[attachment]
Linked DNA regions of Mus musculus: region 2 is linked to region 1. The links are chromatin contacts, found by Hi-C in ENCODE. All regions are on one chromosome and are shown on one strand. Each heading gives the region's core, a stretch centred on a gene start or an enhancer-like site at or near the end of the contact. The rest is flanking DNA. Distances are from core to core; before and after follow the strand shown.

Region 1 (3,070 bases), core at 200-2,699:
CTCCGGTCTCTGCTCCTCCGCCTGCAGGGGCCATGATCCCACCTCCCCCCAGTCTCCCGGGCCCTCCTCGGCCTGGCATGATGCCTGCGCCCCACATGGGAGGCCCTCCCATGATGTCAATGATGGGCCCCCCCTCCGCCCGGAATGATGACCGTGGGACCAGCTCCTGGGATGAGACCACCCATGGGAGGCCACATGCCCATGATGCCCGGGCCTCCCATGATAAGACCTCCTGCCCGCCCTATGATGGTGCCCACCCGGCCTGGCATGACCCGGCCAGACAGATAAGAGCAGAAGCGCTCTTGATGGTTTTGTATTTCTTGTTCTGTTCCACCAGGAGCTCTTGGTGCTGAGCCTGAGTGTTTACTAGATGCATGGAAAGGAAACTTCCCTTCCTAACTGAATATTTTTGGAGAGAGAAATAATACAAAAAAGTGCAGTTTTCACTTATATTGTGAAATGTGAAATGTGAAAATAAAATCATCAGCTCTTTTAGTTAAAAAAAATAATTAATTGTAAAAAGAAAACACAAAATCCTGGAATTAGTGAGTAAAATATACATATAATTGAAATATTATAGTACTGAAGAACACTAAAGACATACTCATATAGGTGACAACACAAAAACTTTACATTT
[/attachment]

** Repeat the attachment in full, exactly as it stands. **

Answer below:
Linked DNA regions of Mus musculus: region 2 is linked to region 1. The links are chromatin contacts, found by Hi-C in ENCODE. All regions are on one chromosome and are shown on one strand. Each heading gives the region's core, a stretch centred on a gene start or an enhancer-like site at or near the end of the contact. The rest is flanking DNA. Distances are from core to core; before and after follow the strand shown.

Region 1 (3,070 bases), core at 200-2,699:
CTCCGGTCTCTGCTCCTCCGCCTGCAGGGGCCATGATCCCACCTCCCCCCAGTCTCCCGGGCCCTCCTCGGCCTGGCATGATGCCTGCGCCCCACATGGGAGGCCCTCCCATGATGTCAATGATGGGCCCCCCCTCCGCCCGGAATGATGACCGTGGGACCAGCTCCTGGGATGAGACCACCCATGGGAGGCCACATGCCCATGATGCCCGGGCCTCCCATGATAAGACCTCCTGCCCGCCCTATGATGGTGCCCACCCGGCCTGGCATGACCCGGCCAGACAGATAAGAGCAGAAGCGCTCTTGATGGTTTTGTATTTCTTGTTCTGTTCCACCAGGAGCTCTTGGTGCTGAGCCTGAGTGTTTACTAGATGCATGGAAAGGAAACTTCCCTTCCTAACTGAATATTTTTGGAGAGAGAAATAATACAAAAAAGTGCAGTTTTCACTTATATTGTGAAATGTGAAATGTGAAAATAAAATCATCAGCTCTTTTAGTTAAAAAAAATAATTAATTGTAAAAAGAAAACACAAAATCCTGGAATTAGTGAGTAAAATATACATATAATTGAAATATTATAGTACTGAAGAACACTAAAGACATACTCATATAGGTGACAACACAAAAACTTTACATTT